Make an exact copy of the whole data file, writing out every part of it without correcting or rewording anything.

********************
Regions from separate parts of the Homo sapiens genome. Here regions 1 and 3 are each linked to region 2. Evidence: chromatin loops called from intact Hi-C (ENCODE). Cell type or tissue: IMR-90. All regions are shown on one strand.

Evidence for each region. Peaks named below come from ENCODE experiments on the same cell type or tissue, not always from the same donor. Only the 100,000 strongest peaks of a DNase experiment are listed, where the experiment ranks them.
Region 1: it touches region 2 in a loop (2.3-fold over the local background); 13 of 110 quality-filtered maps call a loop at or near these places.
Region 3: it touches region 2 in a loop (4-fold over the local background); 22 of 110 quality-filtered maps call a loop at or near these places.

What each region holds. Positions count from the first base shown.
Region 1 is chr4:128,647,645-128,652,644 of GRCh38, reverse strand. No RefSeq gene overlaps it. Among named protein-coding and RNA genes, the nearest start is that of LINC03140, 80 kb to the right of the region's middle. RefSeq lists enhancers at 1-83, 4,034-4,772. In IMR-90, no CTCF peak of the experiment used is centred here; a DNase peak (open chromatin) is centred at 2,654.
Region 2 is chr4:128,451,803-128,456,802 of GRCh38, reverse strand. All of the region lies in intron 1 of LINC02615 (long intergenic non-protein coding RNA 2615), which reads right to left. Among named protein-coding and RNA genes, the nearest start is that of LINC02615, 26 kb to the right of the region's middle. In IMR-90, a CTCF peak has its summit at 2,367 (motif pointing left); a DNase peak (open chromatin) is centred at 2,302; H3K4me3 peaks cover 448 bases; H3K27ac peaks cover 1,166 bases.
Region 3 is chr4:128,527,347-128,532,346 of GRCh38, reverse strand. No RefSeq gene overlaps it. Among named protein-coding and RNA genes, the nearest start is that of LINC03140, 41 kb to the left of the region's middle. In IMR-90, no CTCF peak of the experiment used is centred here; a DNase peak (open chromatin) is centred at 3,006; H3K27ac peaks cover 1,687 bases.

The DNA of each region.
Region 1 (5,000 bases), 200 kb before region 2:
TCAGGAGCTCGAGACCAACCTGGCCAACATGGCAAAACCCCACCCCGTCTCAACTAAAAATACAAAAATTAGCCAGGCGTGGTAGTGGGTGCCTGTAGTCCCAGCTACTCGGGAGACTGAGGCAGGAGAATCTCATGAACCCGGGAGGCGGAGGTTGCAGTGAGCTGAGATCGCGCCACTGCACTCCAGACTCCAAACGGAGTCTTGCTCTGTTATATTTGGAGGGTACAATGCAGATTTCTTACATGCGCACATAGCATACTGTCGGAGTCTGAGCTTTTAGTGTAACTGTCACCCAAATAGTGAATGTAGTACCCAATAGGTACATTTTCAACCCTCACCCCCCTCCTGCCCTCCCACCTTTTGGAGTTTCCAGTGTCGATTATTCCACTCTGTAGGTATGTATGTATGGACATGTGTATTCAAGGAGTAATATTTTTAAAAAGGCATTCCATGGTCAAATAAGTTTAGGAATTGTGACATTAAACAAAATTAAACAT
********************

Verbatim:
Regions from separate parts of the Homo sapiens genome. Here regions 1 and 3 are each linked to region 2. Evidence: chromatin loops called from intact Hi-C (ENCODE). Cell type or tissue: IMR-90. All regions are shown on one strand.

Evidence for each region. Peaks named below come from ENCODE experiments on the same cell type or tissue, not always from the same donor. Only the 100,000 strongest peaks of a DNase experiment are listed, where the experiment ranks them.
Region 1: it touches region 2 in a loop (2.3-fold over the local background); 13 of 110 quality-filtered maps call a loop at or near these places.
Region 3: it touches region 2 in a loop (4-fold over the local background); 22 of 110 quality-filtered maps call a loop at or near these places.

What each region holds. Positions count from the first base shown.
Region 1 is chr4:128,647,645-128,652,644 of GRCh38, reverse strand. No RefSeq gene overlaps it. Among named protein-coding and RNA genes, the nearest start is that of LINC03140, 80 kb to the right of the region's middle. RefSeq lists enhancers at 1-83, 4,034-4,772. In IMR-90, no CTCF peak of the experiment used is centred here; a DNase peak (open chromatin) is centred at 2,654.
Region 2 is chr4:128,451,803-128,456,802 of GRCh38, reverse strand. All of the region lies in intron 1 of LINC02615 (long intergenic non-protein coding RNA 2615), which reads right to left. Among named protein-coding and RNA genes, the nearest start is that of LINC02615, 26 kb to the right of the region's middle. In IMR-90, a CTCF peak has its summit at 2,367 (motif pointing left); a DNase peak (open chromatin) is centred at 2,302; H3K4me3 peaks cover 448 bases; H3K27ac peaks cover 1,166 bases.
Region 3 is chr4:128,527,347-128,532,346 of GRCh38, reverse strand. No RefSeq gene overlaps it. Among named protein-coding and RNA genes, the nearest start is that of LINC03140, 41 kb to the left of the region's middle. In IMR-90, no CTCF peak of the experiment used is centred here; a DNase peak (open chromatin) is centred at 3,006; H3K27ac peaks cover 1,687 bases.

The DNA of each region.
Region 1 (5,000 bases), 200 kb before region 2:
TCAGGAGCTCGAGACCAACCTGGCCAACATGGCAAAACCCCACCCCGTCTCAACTAAAAATACAAAAATTAGCCAGGCGTGGTAGTGGGTGCCTGTAGTCCCAGCTACTCGGGAGACTGAGGCAGGAGAATCTCATGAACCCGGGAGGCGGAGGTTGCAGTGAGCTGAGATCGCGCCACTGCACTCCAGACTCCAAACGGAGTCTTGCTCTGTTATATTTGGAGGGTACAATGCAGATTTCTTACATGCGCACATAGCATACTGTCGGAGTCTGAGCTTTTAGTGTAACTGTCACCCAAATAGTGAATGTAGTACCCAATAGGTACATTTTCAACCCTCACCCCCCTCCTGCCCTCCCACCTTTTGGAGTTTCCAGTGTCGATTATTCCACTCTGTAGGTATGTATGTATGGACATGTGTATTCAAGGAGTAATATTTTTAAAAAGGCATTCCATGGTCAAATAAGTTTAGGAATTGTGACATTAAACAAAATTAAACAT